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New legislation to allow gardaí demand passwords for devices when carrying out search warrant

The Minister for Justice has today outlined plans for a sweeping overhaul of how gardaí operate, including a new power for gardaí to request passwords or encryption keys for electronic devices.

The new legislation aims to make changes based on the recommendations of the Commission on the Future of Policing in Ireland.

These include:

  • A single power of arrest will be introduced, subject to conditions to ensure the arrest is necessary in the particular circumstances (such as to prevent harm to establish identity), in line with other common law jurisdictions and is intended to streamline laws from the past two hundred years
  • The garda caution will be put on a statutory basis
  • The requirement for a written contemporaneous note of a garda interview will be removed in cases where it can be recorded by other means
  • A statutory right for the accused to have their lawyer present at interview will be introduced (already common practice following a 2014 Supreme Court ruling)
  • A power for An Garda Síochána and other bodies to require a person to provide passwords for access to electronic devices when carrying out a search warrant
  • A new requirement to make a written record of a stop and search
  • Statutory codes of practice
  • Special measures will be taken for suspects who are children and suspects who may have impaired capacity (whether because of an intellectual disability, mental illness, physical disability or intoxication)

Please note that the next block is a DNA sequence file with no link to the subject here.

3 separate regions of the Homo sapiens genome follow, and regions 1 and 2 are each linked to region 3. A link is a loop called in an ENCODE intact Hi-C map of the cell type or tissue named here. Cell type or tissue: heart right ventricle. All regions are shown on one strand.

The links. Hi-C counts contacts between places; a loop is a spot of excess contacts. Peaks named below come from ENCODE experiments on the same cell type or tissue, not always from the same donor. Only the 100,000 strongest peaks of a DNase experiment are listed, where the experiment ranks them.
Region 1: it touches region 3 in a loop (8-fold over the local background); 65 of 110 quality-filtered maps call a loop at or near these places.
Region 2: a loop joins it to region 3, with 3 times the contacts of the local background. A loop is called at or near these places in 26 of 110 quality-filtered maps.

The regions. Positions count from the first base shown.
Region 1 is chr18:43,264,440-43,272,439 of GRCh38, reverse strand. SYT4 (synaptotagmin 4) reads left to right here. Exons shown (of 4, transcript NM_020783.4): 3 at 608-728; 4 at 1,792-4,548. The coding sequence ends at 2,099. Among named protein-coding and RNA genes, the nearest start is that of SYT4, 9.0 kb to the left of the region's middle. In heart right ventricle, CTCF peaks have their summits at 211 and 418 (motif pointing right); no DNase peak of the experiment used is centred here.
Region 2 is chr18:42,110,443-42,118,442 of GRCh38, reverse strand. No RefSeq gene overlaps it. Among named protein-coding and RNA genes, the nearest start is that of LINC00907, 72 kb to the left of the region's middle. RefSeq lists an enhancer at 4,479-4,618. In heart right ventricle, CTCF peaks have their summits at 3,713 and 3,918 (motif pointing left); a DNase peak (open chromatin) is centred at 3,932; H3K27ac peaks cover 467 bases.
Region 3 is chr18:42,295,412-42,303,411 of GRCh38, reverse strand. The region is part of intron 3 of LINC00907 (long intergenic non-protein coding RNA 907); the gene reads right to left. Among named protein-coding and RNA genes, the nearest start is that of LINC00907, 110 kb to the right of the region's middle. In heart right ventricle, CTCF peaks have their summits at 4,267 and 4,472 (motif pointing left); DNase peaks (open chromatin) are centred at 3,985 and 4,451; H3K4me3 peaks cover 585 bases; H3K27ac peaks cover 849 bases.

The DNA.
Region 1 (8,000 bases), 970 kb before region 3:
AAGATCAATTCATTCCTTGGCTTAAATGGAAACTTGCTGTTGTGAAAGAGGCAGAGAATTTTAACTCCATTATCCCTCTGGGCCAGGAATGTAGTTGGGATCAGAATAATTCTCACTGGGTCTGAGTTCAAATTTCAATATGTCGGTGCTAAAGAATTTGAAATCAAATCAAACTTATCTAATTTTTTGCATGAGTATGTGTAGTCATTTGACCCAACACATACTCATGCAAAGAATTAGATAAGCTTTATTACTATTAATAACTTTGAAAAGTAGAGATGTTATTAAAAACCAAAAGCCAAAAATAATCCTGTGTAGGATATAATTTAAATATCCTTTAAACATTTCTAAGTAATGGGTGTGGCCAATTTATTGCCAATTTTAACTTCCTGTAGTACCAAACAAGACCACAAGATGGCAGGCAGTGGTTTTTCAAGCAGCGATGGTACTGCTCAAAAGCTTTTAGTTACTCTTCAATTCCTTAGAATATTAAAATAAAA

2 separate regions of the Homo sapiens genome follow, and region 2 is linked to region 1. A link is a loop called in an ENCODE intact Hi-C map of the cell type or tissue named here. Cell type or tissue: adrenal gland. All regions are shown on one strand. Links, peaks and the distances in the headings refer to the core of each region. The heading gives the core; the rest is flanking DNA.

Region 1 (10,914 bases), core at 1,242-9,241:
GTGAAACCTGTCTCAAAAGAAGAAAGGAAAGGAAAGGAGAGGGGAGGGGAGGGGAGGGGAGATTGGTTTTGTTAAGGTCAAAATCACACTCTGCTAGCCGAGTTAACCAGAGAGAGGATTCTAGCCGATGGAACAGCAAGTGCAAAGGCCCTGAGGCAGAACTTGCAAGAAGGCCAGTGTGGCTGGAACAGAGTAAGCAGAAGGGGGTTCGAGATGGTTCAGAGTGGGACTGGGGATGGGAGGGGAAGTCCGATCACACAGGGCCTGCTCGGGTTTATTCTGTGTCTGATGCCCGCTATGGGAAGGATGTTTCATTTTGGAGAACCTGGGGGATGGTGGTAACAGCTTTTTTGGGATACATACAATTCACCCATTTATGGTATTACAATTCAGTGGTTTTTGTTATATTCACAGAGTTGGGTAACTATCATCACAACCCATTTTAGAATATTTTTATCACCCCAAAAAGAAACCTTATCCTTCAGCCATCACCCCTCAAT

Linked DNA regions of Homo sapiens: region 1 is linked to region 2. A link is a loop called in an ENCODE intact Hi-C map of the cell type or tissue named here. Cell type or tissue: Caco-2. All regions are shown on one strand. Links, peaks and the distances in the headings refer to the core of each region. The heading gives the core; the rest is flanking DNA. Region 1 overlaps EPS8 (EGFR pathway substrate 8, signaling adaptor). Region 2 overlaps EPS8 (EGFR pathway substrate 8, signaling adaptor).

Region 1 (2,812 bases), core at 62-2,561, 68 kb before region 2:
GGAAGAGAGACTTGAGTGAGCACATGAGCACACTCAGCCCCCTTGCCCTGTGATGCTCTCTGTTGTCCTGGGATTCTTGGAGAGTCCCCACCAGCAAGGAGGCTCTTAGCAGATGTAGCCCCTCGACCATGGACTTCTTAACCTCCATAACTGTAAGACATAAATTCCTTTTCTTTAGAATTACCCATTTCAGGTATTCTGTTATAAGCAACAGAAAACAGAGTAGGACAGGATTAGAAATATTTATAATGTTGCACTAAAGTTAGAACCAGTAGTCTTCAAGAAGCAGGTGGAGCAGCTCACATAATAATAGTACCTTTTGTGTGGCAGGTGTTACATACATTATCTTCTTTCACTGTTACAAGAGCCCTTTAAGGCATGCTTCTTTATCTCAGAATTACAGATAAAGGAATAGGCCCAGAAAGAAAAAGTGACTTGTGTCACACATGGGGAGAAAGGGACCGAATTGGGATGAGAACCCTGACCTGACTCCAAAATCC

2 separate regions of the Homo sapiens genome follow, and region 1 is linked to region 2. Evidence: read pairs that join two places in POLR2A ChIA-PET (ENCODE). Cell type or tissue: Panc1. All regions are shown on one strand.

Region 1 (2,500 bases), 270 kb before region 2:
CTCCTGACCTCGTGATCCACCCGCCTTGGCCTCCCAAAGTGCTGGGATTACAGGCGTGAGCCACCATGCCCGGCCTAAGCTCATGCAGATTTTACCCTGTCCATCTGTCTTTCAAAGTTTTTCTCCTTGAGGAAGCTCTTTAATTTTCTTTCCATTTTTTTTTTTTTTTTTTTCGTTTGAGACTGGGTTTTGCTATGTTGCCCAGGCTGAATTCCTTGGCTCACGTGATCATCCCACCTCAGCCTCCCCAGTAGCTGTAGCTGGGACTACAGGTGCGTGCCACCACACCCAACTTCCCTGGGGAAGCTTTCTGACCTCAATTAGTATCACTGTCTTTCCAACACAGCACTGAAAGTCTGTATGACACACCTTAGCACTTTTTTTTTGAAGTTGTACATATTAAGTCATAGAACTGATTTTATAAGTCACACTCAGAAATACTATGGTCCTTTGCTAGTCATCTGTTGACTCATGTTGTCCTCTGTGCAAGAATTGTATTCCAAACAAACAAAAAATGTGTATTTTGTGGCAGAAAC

Other measures include the ability of gardaí to randomly stop and search a car if a serious or terrorist offence is about to occur or has just taken place being expanded to include abduction and trafficking.

The Bill also intends to facilitate longer detention periods for human trafficking, all murder offences, and if multiple offences are being investigated together, while also providing those detained with the right to rest and right to access medical attention.

Minister Heather Humphreys highlighted the current complexity of the law governing how gardaí operate.

Bringing it together will make the use of police powers by gardaí clear, transparent and accessible,” she said in a statement. “The aim is to create a system that is both clear and straightforward for gardaí to use and easy for people to understand what powers gardaí can use and what their rights are in those circumstances.”At the same time, where we are proposing to extend additional powers to gardaí, we are also strengthening safeguards.

The Minister added that the legislation will help maintain “a crucial balance” in Ireland’s criminal justice system.

The legislation can be read in full here.


Image via The Irish Times


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